Last month during that incredibly frigid weekend, our seminarian Dharen and I were in the car having a conversation about the New England Seasons. I assured him that they are quite different than Columbia! I shared with him (through chattering teeth) that we are accustomed to the changes associated with each season and welcome the variety. We probably love spring more than most since we’ve endured winters that are very challenging. Difficult winters help us never take for granted the smell of spring as the ground begins to thaw, or rejoice in our hearts when we feel the warm breeze of the new season enticing us out of our cloistered winter abodes. New Englanders understand, perhaps better than most, that in order to experience the new life of spring we have to travel through the desolate winter.
Perhaps our perspective helps us to better understand the journey we take through Lent. We all love and rejoice with the arrival of Easter but we also embrace and welcome the season of Lent. Lent is a season when we slow down, contemplate, pray and fast. We place ourselves in a space where we remember His sacrifice, passion and death. It can be a difficult place to sit but it is a necessary one. When we choose to reflect on Christ’s passion we choose to look at the sacrifices He made for us. We contemplate His incredible ability to love unconditionally, endure resolutely, sacrifice completely, and stay faithful through whatever the world threw at him. He is our example, and the one we all aspire to model. When have a prayerful Lent, we are better able to rejoice with the arrival of Easter with all of its glorious sights, sounds, smells and message!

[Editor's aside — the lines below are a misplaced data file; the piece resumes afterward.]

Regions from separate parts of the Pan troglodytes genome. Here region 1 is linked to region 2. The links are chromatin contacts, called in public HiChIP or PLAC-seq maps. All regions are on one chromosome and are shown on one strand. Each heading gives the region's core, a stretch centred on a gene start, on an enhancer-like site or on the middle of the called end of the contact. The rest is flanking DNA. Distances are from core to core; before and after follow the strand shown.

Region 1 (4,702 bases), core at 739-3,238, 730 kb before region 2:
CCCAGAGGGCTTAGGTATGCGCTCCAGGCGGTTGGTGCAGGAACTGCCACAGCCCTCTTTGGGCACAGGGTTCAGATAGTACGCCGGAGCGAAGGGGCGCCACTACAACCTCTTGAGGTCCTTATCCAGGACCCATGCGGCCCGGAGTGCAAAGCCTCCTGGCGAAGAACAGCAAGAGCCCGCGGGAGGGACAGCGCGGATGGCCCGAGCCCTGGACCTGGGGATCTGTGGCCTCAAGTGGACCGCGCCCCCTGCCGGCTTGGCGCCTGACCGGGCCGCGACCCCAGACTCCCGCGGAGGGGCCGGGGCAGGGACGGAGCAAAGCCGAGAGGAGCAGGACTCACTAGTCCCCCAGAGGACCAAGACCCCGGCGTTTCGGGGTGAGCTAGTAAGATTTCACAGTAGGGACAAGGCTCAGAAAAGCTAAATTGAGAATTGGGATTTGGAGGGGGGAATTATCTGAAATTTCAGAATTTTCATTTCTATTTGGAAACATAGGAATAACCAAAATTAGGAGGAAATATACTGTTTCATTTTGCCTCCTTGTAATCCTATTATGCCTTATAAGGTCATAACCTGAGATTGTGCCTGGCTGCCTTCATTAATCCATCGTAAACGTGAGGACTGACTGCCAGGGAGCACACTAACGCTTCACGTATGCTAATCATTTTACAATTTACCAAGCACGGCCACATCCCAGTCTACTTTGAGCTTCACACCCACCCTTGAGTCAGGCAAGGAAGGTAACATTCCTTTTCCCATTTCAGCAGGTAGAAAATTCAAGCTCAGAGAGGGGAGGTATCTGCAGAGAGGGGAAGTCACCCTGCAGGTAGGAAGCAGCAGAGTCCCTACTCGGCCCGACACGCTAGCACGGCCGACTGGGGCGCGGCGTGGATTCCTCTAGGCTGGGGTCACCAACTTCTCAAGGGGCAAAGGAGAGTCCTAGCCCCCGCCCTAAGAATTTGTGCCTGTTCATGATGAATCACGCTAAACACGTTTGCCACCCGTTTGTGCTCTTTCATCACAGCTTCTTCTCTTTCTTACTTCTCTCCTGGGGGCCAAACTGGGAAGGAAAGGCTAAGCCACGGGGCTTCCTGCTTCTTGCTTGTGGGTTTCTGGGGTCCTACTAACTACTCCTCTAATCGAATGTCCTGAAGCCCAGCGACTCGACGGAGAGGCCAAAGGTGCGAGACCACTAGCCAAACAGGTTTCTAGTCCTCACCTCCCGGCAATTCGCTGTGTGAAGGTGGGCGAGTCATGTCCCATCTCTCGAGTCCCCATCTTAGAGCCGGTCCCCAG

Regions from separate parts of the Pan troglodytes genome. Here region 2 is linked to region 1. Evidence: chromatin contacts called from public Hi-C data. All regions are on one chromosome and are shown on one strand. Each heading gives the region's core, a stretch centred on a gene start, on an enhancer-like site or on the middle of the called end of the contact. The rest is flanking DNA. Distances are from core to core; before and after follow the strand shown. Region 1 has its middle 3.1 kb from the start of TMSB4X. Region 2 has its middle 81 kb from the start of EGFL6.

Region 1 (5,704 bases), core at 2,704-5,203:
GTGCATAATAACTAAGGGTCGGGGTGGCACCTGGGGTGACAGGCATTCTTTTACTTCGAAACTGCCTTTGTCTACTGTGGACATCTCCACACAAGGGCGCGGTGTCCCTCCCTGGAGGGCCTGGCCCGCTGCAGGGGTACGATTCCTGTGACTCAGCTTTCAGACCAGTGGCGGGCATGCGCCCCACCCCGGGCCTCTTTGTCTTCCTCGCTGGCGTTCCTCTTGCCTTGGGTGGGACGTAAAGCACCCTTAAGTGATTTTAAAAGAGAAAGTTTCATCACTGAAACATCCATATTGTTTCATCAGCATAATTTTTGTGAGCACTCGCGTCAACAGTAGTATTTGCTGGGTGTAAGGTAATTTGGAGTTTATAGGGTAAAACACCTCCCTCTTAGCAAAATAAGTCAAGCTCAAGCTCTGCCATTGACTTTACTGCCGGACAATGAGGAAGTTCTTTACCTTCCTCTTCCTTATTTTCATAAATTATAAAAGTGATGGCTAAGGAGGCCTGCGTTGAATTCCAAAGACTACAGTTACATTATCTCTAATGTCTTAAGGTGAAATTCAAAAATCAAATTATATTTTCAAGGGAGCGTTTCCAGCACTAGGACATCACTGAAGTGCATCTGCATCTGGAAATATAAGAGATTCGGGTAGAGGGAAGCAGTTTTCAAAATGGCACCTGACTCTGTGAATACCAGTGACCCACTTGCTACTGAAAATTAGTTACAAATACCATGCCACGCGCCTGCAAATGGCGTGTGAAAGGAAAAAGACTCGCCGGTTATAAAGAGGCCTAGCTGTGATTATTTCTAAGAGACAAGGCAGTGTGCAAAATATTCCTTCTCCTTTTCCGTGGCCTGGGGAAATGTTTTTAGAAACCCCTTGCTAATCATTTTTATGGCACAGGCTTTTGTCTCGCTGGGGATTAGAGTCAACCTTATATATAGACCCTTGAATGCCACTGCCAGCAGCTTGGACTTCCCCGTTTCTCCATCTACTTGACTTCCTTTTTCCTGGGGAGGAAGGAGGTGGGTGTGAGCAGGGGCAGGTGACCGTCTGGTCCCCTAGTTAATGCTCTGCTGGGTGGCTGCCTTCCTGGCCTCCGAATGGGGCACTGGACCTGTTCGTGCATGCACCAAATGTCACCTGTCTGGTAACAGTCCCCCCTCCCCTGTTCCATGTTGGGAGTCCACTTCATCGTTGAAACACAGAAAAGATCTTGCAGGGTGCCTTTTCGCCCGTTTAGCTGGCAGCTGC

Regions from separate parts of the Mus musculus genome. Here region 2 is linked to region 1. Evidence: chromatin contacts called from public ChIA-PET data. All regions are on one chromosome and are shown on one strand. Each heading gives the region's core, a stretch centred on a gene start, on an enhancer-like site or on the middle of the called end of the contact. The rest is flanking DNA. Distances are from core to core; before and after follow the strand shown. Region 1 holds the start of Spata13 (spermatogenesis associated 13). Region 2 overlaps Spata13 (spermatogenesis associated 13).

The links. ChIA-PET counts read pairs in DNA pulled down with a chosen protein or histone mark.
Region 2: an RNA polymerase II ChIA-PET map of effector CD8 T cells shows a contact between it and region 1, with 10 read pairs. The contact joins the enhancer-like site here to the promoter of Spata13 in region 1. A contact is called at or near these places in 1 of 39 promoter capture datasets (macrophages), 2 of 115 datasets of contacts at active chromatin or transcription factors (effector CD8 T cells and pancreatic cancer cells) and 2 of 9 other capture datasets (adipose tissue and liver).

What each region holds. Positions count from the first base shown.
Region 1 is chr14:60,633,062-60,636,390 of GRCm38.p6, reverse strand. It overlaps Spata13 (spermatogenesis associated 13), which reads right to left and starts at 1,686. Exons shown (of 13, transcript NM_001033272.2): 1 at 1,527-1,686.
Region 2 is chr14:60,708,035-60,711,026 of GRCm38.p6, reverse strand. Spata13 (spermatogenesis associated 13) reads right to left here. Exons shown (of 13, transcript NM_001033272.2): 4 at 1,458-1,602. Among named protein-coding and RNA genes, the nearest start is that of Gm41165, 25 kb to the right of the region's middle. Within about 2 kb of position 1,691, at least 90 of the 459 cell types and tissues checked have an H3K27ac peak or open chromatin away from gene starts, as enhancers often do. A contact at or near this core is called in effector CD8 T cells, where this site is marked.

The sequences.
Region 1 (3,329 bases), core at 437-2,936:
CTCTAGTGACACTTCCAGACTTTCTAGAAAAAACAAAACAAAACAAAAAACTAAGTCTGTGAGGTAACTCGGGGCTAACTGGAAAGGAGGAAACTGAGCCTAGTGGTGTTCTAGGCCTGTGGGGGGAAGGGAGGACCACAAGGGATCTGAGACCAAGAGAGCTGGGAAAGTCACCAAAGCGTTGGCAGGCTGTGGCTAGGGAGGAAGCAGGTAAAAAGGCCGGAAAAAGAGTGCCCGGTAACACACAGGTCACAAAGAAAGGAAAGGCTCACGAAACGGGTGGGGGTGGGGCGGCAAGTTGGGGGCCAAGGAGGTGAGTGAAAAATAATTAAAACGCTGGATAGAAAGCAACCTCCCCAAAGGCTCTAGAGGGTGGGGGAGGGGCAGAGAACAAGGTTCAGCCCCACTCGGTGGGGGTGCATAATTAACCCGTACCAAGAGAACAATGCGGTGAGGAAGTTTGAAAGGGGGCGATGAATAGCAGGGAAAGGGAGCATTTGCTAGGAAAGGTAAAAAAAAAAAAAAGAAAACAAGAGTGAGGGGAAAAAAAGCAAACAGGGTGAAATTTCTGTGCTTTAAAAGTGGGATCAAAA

I am particularly excited to celebrate this Lent and Easter because we do it as a yoked* community. Two parishes that share resources, talents, energy, and faith has to be better than one! As a yoked community there are very specific Lenten and Easter guidelines established by our Diocese. The one that will affect us the most involves the Holy Triduum; Holy Thursday, Good Friday and the Saturday night Easter Vigil. These three celebrations are not three separate liturgies but in fact one. We therefore are directed to have them at one Church. This year our Holy Triduum will be celebrated at St. Bernard Church and next year we will gather at St. Matthew Church.
I am humbled and grateful to everyone who has already begun working on making this year’s Triduum something that will open our eyes and hearts to the magnitude of His love and sacrifice. The music ministry of both parishes are working cooperatively and the combined choirs along with directors and instrumentalists will be at each of the liturgies. Ministers of the Eucharist, Lectors, oil bearers, and volunteers for the foot washings will be chosen from both parishes. The combined liturgy committee and the clergy are working diligently to prepare for this holiest of seasons. I know the result of our combined efforts will produce something truly faith inspired and spiritually moving.
Both St. Matthew and St. Bernard parishes will have their own Masses on Easter Sunday. I invite and encourage all of our parishioners to make the effort to join us at each of our celebrations. We need you – for without you, our family is not complete.
May God bless you for your fidelity and kindness.
*We are now yoked with St. Matthew of Tolland to form "The Catholic Community of St. Bernard and St. Matthew" with Fr. Rick Ricard as Pastor of this new Catholic Community assisted by Fr. Bill Olesik, Deacon Michael Berstene and Deacon Ron Freedman. To learn more about the yoking process, please read Guidelines for Yoked Parishes in the Diocese of Norwich.